Data Science | Strategic Science Investment Fund

The projects in this programme use modern data science methods for earth science research and help to grow data science capabilities across GNS Science.


Understanding data by discovering patterns and signals, is at the heart of what we do.  Extracting fundamental insights from datasets that continue to grow at high rates is only possible by using modern data science technologies. Realising this capability can greatly advance our science and benefit the people of New Zealand.

This programme is intentionally designed to support other projects and initiatives to integrate data analysis methods from AI and machine learning and modern data visualisation in everything we do. 

  • What is Artificial Intelligence and Machine Learning?

    Artificial Intelligence can be defined as the creation of machines that can undertake tasks more usually associated with human levels of intelligence. These tasks may include speak recognition, decision making or visual perception. Machine Learning is a subset of Artificial Intelligence and refers to algorithms and approaches that allow machines to learn without being explicitly programmed.

Key Projects:

Integration of Data Science into GNS

Grow integration of data science within research programmes and projects by encouraging uptake through seminars, interactive workshops and internships.

  •  Our internship program is led by Rob Buxton, Yannik Behr, Tatiana Goded. GNS Science supports a small number of Data Science students every year. The students undertake to complete a small project over the summer break period (typically November to February). Previous projects have included the design and development of a prototype Volcano Rover – an autonomous platform for collecting data on volcanos and the redevelopment of code to process earthquake felt reports more efficiently.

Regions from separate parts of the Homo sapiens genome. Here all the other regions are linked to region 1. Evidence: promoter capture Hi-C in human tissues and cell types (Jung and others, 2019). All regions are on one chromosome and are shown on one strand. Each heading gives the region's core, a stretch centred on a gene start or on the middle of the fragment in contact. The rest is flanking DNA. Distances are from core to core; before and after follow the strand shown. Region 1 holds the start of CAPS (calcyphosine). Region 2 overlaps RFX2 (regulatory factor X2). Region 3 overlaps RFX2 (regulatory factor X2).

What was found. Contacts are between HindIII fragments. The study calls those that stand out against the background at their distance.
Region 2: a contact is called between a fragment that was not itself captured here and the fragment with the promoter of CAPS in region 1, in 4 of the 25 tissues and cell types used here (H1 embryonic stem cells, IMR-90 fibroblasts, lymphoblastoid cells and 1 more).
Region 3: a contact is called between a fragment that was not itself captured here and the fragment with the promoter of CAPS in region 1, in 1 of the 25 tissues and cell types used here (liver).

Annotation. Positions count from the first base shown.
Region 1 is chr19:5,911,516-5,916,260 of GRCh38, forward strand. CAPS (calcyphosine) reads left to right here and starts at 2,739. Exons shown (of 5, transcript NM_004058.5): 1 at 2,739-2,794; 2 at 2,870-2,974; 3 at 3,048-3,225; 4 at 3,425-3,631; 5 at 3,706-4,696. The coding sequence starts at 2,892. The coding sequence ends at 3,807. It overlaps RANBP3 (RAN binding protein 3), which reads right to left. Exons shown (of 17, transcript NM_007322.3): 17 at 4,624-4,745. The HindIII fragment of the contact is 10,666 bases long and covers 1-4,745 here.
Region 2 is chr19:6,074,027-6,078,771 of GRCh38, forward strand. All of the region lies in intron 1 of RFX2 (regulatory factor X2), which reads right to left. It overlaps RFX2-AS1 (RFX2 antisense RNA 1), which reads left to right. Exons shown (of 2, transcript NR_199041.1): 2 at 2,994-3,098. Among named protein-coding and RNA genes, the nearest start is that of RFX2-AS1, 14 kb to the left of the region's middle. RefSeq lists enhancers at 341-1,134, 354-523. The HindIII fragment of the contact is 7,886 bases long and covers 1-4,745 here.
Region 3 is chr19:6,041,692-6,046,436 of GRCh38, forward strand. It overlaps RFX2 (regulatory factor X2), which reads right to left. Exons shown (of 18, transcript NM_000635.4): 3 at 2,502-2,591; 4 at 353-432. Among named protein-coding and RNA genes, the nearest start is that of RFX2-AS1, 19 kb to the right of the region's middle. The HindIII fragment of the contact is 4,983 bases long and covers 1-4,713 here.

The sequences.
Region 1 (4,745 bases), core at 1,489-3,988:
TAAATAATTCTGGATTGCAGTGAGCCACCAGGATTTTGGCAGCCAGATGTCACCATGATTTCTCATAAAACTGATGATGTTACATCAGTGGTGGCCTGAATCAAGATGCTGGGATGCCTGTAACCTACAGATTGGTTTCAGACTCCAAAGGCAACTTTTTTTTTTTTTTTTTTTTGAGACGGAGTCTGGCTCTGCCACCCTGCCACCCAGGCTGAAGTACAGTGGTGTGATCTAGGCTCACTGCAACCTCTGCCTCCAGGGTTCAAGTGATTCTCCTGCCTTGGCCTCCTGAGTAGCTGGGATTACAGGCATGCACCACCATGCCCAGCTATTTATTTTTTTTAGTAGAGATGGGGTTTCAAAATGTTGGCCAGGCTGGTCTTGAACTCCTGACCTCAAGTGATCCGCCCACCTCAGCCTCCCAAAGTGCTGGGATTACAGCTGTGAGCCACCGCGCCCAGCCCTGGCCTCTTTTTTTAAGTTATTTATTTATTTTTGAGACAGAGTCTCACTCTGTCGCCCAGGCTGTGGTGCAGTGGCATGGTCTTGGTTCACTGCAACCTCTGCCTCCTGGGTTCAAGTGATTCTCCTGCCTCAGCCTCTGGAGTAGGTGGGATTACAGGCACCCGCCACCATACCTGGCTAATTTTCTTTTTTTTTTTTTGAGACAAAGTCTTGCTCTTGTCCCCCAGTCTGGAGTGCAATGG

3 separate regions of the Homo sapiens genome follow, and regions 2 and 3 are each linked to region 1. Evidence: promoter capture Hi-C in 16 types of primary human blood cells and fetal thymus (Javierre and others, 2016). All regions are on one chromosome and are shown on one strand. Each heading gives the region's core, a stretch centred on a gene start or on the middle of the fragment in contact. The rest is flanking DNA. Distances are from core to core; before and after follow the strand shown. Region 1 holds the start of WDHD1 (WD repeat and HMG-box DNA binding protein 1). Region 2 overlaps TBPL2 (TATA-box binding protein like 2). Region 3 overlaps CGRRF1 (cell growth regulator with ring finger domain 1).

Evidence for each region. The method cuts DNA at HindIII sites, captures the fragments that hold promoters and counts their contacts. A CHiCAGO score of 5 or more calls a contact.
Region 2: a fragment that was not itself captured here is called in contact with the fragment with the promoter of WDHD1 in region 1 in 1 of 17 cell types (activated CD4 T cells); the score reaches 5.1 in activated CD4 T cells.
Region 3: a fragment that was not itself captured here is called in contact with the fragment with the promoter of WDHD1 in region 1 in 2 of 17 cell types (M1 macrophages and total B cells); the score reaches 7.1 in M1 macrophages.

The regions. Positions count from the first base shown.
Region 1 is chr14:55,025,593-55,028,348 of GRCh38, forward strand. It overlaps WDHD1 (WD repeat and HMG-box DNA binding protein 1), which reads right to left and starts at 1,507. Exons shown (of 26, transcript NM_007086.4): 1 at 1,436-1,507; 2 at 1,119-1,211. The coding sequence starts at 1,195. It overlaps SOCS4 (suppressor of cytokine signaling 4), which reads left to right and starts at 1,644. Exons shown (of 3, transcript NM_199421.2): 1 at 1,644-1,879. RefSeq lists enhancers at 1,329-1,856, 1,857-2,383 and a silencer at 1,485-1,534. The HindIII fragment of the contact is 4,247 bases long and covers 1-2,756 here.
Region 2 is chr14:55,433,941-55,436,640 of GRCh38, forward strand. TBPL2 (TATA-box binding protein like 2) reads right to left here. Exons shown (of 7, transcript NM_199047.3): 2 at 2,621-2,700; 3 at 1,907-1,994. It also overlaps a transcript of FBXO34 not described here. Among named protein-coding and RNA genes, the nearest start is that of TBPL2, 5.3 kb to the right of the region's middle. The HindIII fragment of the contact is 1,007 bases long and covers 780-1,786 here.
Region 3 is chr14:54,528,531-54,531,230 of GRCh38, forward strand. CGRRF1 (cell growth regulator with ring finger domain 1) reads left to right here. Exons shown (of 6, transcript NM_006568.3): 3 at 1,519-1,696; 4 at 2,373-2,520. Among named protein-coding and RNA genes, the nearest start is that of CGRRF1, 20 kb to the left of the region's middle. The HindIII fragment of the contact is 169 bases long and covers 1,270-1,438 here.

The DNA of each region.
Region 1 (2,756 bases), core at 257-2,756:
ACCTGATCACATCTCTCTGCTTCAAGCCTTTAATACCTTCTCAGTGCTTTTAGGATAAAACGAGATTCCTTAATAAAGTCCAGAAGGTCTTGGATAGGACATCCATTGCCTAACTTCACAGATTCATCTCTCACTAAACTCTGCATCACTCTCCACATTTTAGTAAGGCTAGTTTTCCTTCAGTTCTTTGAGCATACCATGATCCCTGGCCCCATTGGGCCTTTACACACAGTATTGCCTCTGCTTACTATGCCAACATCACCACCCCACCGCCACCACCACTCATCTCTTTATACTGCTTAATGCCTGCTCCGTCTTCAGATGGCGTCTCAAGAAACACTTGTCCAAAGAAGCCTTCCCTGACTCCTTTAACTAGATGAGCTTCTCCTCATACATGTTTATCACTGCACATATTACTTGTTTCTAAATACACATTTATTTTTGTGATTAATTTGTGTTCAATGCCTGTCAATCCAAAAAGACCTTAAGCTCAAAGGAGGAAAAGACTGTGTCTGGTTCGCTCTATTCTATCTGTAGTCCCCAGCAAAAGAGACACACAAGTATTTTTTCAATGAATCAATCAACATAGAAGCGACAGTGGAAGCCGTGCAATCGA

• Seminars and workshops are hosted by the AI & AA Team, including a weekly seminar timeslot where members of team, the wider GNS community and guest speakers have presented 30 – 40 minute presentations on topics related to Data Science.

Watch our little Volcano Rover go!

The rover was developed in one of our internship projects.

Our previous internship projects have developed a prototype Volcano Rover - an autonomous platform for collecting data on volcanos

Science to Operations:

Operationalise data science applications on internal and external cloud computing platforms for more effective distribution of data science tools

  • Earthquake catalog generation pipeline to develop workflow-template for reproducible and operational science applications with an initial focus on earthquake catalog generation in partnership with Victoria University of Wellington.

Theory of Data Science:

Explore new machine learning and artificial intelligence methods in collaboration with peers, stakeholders, and end-users, with a focus on theoretical data science and machine intelligence

  • Manuscript on review of graph models for earth science. Work is underway to review recent (post 2015) publications on graph data structures related to earth sciences.